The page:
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Emma Steven­son, Vil­lage Bak­ery Store Man­ager Emma is part of the well-known Steven­son fam­ily of bak­ers. She grew up with the fam­ily busi­ness... How do you re­mem­ber Vil­lage Bak­ery as a child?

I’ve been here since I was a first born. I re­mem­ber the ladies that all worked here. A lot of them have now gone through uni and have been mar­ried and had chil­dren. They still come in here to­day to see me now that I have grown up through the ranks, be­cause we have had such a tight team.

I re­mem­ber Baker Bill, our lit­tle mas­cot that we had in the shop. I re­mem­ber all my friends at school com­ing in and say­ing ‘oh yeah, I know that’s the best bak­ery’. I re­mem­ber com­ing in when I was lit­tle with my par­ents putting up Christ­mas dec­o­ra­tions at Christ­mas time and putting up Easter dec­o­ra­tions when I was too lit­tle and I couldn’t do it. I re­mem­ber fall­ing asleep on the chairs and watch­ing my dad bake the bread and bring home the new spe­cials, the new cakes that they had come up with, the new pies. And it was great.

Ev­ery per­son that we have work here is an ex­tended part of our fam­ily, and we call our­selves the Vil­lage Fam­ily.

So it’s beau­ti­ful, we have a great team.

Did you al­ways pic­ture your­self go­ing on to work with the fam­ily busi­ness?

Yes, al­ways. There was never re­ally any­thing else I wanted to do. I’ve watched my par­ents from a re­ally young age, and as I’ve grown up, I’ve been able to be un­der their wings a lit­tle bit and fol­low their lead­er­ship.

I have de­vel­oped busi­ness skills from watch­ing dif­fer­ent things that they have done and how they have grown as busi­ness own­ers them­selves.

So I’ve al­ways looked at it and thought ‘that’s all I want to do with my life’. It’s such an amaz­ing thing that our fam­ily has and I would never want to be any­where else.

What was your first role when you be­came in­volved within the busi­ness?

I started when I was 11 fold­ing cake boxes out the back. I started from the very bot­tom. And then when I was 14, I went be­hind the counter. I started to learn the POS sys­tems and the back of house kind of things. And then I stepped up the same way as ev­ery sin­gle per­son that comes and works here.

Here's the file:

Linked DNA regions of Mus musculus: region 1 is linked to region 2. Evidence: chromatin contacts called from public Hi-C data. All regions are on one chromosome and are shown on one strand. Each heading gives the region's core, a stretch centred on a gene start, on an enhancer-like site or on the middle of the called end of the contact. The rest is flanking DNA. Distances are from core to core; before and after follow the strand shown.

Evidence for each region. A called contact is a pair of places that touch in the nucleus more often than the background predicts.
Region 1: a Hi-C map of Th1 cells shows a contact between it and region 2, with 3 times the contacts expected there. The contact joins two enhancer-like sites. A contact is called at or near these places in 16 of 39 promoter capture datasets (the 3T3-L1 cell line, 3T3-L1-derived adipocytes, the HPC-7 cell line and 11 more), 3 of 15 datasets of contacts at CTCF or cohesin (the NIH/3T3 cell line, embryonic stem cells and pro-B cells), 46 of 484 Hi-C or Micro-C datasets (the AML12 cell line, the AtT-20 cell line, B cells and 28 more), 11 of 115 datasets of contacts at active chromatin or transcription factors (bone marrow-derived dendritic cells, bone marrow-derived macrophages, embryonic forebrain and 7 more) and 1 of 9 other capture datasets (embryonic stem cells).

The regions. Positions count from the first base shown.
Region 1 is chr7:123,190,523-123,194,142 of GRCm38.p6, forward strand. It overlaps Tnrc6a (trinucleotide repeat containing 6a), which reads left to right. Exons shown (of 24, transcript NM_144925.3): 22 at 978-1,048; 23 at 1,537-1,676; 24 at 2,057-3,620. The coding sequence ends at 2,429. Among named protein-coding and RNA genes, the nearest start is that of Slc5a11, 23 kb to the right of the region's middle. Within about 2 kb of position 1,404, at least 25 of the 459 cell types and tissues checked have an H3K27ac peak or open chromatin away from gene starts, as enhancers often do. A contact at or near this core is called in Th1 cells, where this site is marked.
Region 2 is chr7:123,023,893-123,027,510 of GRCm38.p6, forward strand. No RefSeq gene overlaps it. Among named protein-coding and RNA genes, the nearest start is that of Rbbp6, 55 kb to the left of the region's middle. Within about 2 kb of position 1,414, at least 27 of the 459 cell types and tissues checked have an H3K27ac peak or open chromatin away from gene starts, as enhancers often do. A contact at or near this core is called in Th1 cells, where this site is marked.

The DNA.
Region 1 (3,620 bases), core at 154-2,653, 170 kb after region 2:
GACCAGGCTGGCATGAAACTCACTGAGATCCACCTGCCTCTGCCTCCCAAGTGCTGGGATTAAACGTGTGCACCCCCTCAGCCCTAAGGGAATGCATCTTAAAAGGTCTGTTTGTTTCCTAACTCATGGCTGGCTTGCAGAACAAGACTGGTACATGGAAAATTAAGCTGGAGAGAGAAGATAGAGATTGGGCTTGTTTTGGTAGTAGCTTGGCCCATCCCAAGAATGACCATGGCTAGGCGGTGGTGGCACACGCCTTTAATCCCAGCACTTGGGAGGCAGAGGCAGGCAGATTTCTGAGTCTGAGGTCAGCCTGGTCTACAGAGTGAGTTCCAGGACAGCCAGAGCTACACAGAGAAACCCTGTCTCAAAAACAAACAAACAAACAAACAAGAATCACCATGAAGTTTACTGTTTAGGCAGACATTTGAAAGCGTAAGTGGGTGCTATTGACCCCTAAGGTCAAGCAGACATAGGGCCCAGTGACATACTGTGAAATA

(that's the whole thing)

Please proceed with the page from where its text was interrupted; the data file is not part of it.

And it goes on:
I be­came a Crew Trainer, I then went up to a Trainee Su­per­vi­sor, Su­per­vi­sor, As­sis­tant Man­ager, and now Store Man­ager. I’ve been Man­ager now for about six years. And I love that we did that be­cause ev­ery­one else has more re­spect for me.

I know ev­ery job, I know the ins and outs of ev­ery­thing. If I had jumped the ranks, I wouldn’t have the knowl­edge to re­act to things that need to be sorted.

What is it like work­ing in a fam­ily busi­ness?

It’s funny. You wouldn’t re­ally un­der­stand it un­less you were in it. I would say it is ac­tu­ally a bless­ing. Tay­lor Steven­son, my younger brother, is my As­sis­tant Man­ager, so he is my right hand and we don’t agree on ev­ery­thing, we have dif­fer­ent views. But I think that is what makes our busi­ness so spe­cial too, be­cause what one lacks the other one makes up in.

What do you like most about this busi­ness?

If any­thing, I think it is the peo­ple. I love the Dubbo com­mu­nity.

We work with 150 dif­fer­ent peo­ple. I have 50 here (at the Dar­ling Street bak­ery) and there are 100 up at our bak­ing site, so it’s mas­sive. I spend 90 per cent of my time here, but I do spend ten per cent of my time at Ear­lyrise as well, so get­ting to know those peo­ple is re­ally spe­cial.

Tell us about the char­i­ties that Vil­lage Bak­ery is in­volved with.

Ev­ery night we donate all the left­over food to dif­fer­ent char­i­ties. There are some churches and a few dif­fer­ent or­gan­ised soup kitchens. I vol­un­teer once a month at a soup kitchen on a Fri­day night. My part­ner does as well so we both do it to­gether.

We’ve just been in the Buy A Bale pro­gram, so we have just do­nated a dol­lar from ev­ery loaf of bread sold in a month, which amounted to over $5000.

We al­ways do breast cancer and home­less­ness cam­paigns, and we al­ways have a char­ity box on the counter. So we try and give back to the com­mu­nity as best we can as they give to us so well.

What is it like be­ing a young woman in the work­force?

In cer­tain sit­u­a­tions, I would say yes it has been chal­leng­ing. With my fam­ily, the re­spect is still there and it doesn’t make a dif­fer­ence. But some peo­ple when they first meet me think I am a lit­tle bit younger and don’t re­alise that I have had all the ex­pe­ri­ence and the fam­ily background.

I get a lit­tle bit un­der­es­ti­mated and then when I go and open my mouth, usu­ally they go ‘yep, okay, she knows what she’s talking about, let’s take her se­ri­ously’ (laughs). It hasn’t stopped me in any way.

I just love work­ing here. It has been our fam­ily his­tory for 100 years. My great grand­fa­ther was de­liv­er­ing goods off the back of a horse and cart and now we get to sell the same goods 100 years on to the Dubbo com­mu­nity. What a spe­cial thing to be able to be a part of.

- In­ter­view: Darcee Nixon. Photo: Wendy Mer­rick

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